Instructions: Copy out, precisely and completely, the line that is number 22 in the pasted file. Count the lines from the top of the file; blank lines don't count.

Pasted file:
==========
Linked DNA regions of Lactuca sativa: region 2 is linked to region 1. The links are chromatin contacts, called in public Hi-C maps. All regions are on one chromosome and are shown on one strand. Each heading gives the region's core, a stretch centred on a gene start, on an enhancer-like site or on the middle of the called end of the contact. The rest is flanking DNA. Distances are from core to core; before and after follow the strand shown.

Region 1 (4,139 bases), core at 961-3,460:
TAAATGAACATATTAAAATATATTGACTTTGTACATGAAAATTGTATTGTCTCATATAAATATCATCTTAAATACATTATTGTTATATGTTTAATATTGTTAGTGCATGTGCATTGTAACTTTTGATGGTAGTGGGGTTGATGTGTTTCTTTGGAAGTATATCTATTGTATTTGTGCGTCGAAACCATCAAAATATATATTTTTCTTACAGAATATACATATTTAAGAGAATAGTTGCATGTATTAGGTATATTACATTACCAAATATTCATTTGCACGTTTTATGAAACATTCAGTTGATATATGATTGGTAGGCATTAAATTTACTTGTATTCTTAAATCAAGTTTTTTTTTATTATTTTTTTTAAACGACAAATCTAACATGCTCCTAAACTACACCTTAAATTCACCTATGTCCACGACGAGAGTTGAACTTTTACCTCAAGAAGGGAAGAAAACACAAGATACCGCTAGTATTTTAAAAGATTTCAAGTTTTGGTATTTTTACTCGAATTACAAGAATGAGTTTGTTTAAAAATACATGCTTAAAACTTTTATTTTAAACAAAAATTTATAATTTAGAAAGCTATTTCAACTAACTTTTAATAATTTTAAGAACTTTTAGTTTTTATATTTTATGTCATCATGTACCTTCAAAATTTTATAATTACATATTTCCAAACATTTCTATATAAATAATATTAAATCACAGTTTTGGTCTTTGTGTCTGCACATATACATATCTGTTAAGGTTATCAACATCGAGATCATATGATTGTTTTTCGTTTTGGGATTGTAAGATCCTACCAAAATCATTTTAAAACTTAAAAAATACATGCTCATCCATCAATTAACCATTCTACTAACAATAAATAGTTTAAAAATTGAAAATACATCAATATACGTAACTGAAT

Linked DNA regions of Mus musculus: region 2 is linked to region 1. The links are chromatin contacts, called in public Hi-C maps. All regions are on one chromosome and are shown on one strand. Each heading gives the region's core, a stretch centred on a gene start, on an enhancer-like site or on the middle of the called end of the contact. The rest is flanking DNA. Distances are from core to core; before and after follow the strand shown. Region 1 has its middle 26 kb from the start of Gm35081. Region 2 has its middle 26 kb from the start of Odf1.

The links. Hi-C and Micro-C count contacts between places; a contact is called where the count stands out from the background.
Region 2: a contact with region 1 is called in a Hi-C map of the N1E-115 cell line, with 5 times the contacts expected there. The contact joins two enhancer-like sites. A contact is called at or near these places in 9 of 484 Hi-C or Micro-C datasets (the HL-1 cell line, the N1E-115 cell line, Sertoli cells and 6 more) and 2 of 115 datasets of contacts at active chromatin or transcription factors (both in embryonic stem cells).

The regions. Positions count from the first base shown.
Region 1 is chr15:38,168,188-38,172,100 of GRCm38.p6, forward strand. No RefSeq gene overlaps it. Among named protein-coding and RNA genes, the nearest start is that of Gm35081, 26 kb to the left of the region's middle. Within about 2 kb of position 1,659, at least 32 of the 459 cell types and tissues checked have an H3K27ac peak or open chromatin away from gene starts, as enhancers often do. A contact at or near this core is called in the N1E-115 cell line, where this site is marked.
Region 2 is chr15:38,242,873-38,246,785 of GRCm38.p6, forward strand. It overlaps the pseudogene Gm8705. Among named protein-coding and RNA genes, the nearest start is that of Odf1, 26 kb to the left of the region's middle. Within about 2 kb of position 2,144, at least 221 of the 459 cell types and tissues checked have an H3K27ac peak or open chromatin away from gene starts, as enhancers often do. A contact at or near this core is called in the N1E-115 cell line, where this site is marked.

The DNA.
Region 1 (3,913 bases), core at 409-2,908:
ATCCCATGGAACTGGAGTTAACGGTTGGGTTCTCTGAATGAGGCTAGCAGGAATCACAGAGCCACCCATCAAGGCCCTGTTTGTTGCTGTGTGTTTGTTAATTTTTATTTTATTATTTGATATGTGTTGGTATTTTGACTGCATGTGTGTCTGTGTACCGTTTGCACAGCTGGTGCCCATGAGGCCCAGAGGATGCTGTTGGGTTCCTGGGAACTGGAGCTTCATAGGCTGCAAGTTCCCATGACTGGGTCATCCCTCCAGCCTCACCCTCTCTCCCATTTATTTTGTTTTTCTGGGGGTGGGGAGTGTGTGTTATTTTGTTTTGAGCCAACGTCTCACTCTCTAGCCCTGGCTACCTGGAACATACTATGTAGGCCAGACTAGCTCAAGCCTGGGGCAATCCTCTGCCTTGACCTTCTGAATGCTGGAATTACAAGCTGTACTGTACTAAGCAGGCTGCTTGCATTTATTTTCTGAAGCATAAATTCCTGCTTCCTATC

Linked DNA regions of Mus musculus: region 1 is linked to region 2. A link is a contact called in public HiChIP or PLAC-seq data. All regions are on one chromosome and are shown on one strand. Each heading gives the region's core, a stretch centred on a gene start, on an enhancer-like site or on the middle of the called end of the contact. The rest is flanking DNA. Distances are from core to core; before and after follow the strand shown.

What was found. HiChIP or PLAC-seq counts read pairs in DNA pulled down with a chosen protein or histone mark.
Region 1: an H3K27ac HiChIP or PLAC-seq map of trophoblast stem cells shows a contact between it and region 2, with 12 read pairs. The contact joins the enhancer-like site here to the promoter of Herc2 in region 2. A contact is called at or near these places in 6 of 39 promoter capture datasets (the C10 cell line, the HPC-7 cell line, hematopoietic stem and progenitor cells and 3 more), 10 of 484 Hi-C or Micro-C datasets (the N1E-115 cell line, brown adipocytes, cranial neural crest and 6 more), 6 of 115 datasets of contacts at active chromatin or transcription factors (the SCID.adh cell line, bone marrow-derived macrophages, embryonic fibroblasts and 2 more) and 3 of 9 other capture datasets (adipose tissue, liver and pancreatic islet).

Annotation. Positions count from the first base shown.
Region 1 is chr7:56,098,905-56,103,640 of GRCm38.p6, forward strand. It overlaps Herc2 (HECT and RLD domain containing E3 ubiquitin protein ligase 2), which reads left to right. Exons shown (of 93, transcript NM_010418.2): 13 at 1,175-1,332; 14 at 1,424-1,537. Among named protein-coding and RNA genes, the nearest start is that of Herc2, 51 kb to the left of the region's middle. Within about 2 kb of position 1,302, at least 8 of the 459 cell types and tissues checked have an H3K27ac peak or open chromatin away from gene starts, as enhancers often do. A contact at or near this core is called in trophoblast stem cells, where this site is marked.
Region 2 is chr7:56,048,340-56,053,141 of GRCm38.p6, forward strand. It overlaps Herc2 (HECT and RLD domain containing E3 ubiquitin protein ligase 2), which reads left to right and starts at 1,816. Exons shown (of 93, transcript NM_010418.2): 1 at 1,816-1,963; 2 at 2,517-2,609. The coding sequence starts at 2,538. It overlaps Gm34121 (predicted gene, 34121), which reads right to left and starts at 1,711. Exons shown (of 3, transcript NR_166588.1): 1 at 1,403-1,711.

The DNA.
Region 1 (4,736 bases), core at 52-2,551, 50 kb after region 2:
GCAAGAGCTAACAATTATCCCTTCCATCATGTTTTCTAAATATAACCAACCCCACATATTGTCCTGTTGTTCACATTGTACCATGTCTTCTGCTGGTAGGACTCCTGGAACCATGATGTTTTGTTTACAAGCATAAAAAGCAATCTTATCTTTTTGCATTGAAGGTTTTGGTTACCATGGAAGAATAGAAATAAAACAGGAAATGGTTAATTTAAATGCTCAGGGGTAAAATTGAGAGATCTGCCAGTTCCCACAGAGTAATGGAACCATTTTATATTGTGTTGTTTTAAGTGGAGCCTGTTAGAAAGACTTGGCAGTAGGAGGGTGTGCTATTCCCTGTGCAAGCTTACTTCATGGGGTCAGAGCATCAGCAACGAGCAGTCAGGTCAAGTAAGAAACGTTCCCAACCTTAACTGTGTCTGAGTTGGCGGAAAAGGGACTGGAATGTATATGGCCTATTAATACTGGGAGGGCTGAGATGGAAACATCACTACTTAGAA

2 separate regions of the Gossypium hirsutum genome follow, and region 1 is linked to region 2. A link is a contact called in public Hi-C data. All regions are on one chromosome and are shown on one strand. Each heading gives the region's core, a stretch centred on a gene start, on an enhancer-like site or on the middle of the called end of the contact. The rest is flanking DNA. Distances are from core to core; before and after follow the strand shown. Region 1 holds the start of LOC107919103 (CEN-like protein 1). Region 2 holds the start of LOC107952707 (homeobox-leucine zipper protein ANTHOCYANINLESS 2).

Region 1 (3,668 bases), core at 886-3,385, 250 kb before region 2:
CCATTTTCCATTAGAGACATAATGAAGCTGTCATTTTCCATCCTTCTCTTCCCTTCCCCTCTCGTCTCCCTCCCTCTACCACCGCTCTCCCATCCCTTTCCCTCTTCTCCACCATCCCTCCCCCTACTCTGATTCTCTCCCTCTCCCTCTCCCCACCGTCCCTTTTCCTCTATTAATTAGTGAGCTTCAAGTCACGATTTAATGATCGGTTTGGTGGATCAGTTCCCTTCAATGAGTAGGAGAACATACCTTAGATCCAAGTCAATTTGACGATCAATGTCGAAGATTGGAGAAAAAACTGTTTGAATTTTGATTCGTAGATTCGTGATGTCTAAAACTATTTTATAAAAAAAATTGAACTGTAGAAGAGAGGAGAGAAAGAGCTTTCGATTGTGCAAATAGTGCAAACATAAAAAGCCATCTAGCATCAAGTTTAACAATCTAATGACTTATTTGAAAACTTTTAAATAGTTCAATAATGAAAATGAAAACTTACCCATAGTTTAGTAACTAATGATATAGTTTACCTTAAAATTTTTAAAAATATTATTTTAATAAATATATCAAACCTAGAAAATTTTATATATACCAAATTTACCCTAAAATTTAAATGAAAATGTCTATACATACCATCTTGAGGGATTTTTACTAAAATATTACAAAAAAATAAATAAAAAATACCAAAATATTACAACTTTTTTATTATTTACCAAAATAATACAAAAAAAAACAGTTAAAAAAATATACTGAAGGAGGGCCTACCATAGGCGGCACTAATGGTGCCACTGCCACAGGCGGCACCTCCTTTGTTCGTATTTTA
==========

2 separate regions of the Gossypium hirsutum genome follow, and region 1 is linked to region 2. A link is a contact called in public Hi-C data. All regions are on one chromosome and are shown on one strand. Each heading gives the region's core, a stretch centred on a gene start, on an enhancer-like site or on the middle of the called end of the contact. The rest is flanking DNA. Distances are from core to core; before and after follow the strand shown. Region 1 holds the start of LOC107919103 (CEN-like protein 1). Region 2 holds the start of LOC107952707 (homeobox-leucine zipper protein ANTHOCYANINLESS 2).